ISSN (Print) - 0012-9976 | ISSN (Online) - 2349-8846

Dalit-BahujanSubscribe to Dalit-Bahujan

Caste in a Casteless Language?

This paper focuses on a new archive of dalit writing in English translation. The "archive" has a forced homogeneity imposed by the term "dalit", which embraces an urban middle-class dalit and a member of a scavenger caste; the homogeneity is consolidated by the fact that the translated texts are in an international language. The questions asked concern the relationship between caste and the English language, two phenomena that represent considerably antithetical signs. Dalit writers accept English as a target language, despite the fact that local realities and registers of caste are difficult to couch in a language that has no memory of caste. The discussion shows how English promises to dalit writers (as both individuals and representatives of communities) agency, articulation, recognition and justice. The paper draws attention to the multiplicity of contexts that make writing by dalits part of a literary public sphere in India, and contribute to our thinking about caste issues in the context of human rights.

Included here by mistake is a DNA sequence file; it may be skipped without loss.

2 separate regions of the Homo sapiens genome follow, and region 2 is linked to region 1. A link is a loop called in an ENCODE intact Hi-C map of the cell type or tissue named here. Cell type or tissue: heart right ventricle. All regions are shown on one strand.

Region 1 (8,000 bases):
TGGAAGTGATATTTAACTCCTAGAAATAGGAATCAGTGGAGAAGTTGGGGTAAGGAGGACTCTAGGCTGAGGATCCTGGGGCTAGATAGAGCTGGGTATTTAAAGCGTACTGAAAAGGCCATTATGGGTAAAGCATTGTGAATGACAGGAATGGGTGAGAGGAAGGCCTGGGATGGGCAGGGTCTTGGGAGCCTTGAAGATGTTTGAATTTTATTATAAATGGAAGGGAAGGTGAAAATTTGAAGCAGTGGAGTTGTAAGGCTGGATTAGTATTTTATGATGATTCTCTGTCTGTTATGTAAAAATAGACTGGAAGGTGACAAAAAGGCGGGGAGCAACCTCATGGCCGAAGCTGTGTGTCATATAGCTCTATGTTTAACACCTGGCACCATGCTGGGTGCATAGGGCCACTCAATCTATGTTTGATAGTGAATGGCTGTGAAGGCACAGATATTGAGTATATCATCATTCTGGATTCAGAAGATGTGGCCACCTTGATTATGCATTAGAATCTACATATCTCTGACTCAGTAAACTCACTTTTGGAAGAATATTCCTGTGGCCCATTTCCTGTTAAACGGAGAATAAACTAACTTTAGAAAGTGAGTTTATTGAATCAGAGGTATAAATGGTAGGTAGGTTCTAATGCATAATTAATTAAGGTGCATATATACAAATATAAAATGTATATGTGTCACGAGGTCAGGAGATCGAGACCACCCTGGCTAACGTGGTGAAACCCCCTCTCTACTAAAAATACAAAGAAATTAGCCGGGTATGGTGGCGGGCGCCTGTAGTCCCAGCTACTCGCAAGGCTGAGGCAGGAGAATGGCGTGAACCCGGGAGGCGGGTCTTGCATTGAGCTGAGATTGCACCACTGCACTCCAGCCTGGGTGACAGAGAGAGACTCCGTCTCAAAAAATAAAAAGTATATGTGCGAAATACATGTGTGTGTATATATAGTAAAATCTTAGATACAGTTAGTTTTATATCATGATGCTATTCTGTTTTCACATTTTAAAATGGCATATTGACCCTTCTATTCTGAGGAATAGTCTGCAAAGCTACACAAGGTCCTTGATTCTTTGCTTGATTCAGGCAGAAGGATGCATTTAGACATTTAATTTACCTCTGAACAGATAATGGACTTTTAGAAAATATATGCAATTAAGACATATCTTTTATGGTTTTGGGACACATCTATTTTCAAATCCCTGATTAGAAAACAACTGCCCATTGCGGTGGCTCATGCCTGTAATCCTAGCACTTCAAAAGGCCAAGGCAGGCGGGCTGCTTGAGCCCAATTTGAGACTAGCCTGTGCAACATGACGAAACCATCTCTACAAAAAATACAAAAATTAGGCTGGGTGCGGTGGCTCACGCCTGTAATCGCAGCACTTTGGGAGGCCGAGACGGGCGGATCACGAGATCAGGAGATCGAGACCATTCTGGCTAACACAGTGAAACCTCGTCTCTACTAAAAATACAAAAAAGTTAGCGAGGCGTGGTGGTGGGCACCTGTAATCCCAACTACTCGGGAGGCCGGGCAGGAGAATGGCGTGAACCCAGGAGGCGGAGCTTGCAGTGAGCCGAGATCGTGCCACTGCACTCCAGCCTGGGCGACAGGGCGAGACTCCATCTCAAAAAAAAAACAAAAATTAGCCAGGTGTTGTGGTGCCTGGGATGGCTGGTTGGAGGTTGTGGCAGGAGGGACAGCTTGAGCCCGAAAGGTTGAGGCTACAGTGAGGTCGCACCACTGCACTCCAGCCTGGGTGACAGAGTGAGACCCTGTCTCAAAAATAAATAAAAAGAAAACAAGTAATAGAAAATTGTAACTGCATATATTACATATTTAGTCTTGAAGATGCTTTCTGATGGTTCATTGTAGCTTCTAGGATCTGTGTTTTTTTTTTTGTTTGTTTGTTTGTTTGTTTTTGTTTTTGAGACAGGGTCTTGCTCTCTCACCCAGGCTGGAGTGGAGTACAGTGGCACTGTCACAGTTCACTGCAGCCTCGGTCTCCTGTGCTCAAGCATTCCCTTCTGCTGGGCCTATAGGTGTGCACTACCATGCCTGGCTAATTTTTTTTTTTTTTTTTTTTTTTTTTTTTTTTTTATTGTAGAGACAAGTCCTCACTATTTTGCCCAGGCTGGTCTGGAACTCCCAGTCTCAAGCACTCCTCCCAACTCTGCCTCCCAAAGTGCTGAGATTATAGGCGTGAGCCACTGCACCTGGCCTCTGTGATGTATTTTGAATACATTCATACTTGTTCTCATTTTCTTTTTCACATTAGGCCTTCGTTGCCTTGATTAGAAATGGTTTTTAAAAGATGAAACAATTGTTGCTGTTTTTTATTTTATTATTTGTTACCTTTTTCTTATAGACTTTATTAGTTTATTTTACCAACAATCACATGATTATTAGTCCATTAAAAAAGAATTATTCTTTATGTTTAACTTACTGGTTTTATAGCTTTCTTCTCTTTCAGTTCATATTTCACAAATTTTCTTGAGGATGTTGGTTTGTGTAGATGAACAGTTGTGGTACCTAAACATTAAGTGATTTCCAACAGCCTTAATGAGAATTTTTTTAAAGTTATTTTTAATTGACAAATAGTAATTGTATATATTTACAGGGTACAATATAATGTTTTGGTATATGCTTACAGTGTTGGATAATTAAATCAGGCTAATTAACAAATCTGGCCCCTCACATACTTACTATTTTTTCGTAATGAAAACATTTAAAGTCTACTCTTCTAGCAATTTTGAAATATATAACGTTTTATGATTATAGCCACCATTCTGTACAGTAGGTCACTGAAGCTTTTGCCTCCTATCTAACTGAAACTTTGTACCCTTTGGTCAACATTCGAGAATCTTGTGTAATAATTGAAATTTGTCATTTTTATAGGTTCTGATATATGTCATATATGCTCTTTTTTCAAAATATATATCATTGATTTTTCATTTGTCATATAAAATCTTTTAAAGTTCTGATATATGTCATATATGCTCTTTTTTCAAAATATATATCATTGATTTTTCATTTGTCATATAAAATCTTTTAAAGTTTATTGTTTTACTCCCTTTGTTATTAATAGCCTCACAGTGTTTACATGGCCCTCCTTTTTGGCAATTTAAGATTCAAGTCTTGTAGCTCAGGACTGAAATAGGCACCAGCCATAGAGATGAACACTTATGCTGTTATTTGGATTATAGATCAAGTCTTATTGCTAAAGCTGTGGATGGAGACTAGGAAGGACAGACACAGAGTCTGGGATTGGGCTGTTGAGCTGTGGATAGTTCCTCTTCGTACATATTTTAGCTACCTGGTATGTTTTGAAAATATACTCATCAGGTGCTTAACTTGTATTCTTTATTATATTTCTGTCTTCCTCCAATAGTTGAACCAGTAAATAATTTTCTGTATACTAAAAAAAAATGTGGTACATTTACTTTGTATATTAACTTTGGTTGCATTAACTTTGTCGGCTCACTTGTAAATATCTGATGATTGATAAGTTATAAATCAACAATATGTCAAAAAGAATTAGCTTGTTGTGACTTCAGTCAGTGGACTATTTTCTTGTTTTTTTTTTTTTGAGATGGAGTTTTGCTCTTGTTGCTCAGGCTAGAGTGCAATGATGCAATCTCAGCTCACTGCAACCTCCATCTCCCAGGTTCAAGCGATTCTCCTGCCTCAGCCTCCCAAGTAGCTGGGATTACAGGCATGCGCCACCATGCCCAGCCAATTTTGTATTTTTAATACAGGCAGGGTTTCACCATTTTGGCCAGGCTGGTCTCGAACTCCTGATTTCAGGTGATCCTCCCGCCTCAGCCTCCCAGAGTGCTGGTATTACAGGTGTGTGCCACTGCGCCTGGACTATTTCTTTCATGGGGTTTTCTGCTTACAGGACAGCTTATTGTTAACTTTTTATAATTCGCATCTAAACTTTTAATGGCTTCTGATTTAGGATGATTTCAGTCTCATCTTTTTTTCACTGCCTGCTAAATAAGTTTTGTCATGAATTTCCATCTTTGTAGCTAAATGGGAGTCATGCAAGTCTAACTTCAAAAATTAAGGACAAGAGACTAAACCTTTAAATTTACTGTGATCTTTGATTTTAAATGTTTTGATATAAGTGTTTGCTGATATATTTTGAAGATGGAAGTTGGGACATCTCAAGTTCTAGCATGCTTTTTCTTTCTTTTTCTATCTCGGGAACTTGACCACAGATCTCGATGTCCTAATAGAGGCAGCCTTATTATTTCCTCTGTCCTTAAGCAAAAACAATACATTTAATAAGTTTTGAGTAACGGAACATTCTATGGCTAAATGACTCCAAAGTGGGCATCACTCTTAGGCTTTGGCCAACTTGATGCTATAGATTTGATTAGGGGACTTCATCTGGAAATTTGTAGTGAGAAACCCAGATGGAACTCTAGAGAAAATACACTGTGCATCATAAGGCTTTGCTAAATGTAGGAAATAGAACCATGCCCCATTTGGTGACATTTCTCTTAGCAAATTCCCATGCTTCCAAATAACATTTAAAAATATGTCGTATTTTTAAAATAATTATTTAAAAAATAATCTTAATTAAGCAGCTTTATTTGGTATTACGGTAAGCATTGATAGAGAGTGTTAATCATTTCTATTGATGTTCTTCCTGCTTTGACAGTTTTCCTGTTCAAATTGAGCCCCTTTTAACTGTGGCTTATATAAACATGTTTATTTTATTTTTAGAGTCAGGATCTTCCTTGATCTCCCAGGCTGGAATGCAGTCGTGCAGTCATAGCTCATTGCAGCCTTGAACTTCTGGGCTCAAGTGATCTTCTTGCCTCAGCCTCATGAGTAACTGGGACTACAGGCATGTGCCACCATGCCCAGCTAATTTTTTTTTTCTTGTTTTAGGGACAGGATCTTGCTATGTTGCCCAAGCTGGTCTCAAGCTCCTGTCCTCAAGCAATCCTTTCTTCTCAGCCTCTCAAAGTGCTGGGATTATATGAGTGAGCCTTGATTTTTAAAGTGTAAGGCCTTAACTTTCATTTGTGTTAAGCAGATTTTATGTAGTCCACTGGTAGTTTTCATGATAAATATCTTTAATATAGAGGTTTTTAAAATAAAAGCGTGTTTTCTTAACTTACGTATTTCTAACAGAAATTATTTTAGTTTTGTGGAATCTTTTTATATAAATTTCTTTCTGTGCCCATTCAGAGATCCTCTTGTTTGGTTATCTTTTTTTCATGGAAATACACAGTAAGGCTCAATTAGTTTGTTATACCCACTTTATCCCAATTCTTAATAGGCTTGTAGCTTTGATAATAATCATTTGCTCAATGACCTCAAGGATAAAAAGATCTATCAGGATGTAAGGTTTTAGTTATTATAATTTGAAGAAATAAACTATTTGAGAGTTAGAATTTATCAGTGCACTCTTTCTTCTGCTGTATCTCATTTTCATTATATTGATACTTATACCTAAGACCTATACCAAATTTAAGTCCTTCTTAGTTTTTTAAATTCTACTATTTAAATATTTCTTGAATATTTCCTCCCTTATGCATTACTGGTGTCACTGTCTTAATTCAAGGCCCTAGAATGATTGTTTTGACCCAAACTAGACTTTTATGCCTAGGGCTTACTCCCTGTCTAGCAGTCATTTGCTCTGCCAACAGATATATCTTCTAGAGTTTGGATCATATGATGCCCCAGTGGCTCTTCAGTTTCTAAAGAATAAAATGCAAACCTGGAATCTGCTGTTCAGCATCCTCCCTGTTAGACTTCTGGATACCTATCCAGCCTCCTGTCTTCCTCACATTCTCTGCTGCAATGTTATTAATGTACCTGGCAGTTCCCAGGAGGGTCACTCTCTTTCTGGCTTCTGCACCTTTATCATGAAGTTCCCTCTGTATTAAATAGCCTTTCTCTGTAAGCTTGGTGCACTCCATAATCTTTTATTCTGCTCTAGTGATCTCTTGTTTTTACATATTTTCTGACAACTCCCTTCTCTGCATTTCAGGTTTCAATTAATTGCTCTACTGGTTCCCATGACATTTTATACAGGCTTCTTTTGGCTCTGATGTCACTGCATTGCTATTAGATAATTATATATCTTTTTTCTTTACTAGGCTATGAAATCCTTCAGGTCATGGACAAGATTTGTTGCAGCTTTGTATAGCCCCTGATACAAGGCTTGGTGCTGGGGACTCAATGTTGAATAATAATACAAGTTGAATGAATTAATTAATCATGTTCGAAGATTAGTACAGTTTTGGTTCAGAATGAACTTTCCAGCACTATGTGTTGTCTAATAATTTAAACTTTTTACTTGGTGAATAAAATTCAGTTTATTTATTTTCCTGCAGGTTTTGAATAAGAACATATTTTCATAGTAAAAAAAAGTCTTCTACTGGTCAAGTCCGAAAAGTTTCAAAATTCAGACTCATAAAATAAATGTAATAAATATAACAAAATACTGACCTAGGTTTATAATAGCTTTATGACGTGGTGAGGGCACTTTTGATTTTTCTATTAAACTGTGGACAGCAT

Why Did Dalits Desert the Bahujan Samaj Party in Uttar Pradesh?

In trying to explain why so many dalits failed to vote for the Bahujan Samaj Party, it is found that there are strong "performance effects" that determined voter choice in the 2012 assembly elections in Uttar Pradesh. In the eyes of many dalits, particularly the young and the well-off, the BSP did not perform well enough on key issues of governance. The strongest effects for performance issues related to corruption and development during the BSP'S rule.

Liberating Jyotiba Phule

Selected Writings of Jotiba Phule edited by G P Deshpande; Left Word, New Delhi, 2002; pp 247, Rs 450.

Sanskrit, English and Dalits

Unlike Sanskrit, there are no scriptural injunctions against the learning of English; English is theoretically as accessible to dalits and women as it is to the 'dwijas'. However, the brahmanical classes have monopolised the use of English (as also other symbols of western modernity) and have justified the denial of the same to the dalits, sometimes even reading their 'faulty' use of the language as acts of resistance/rejection of colonial modernity.
Back to Top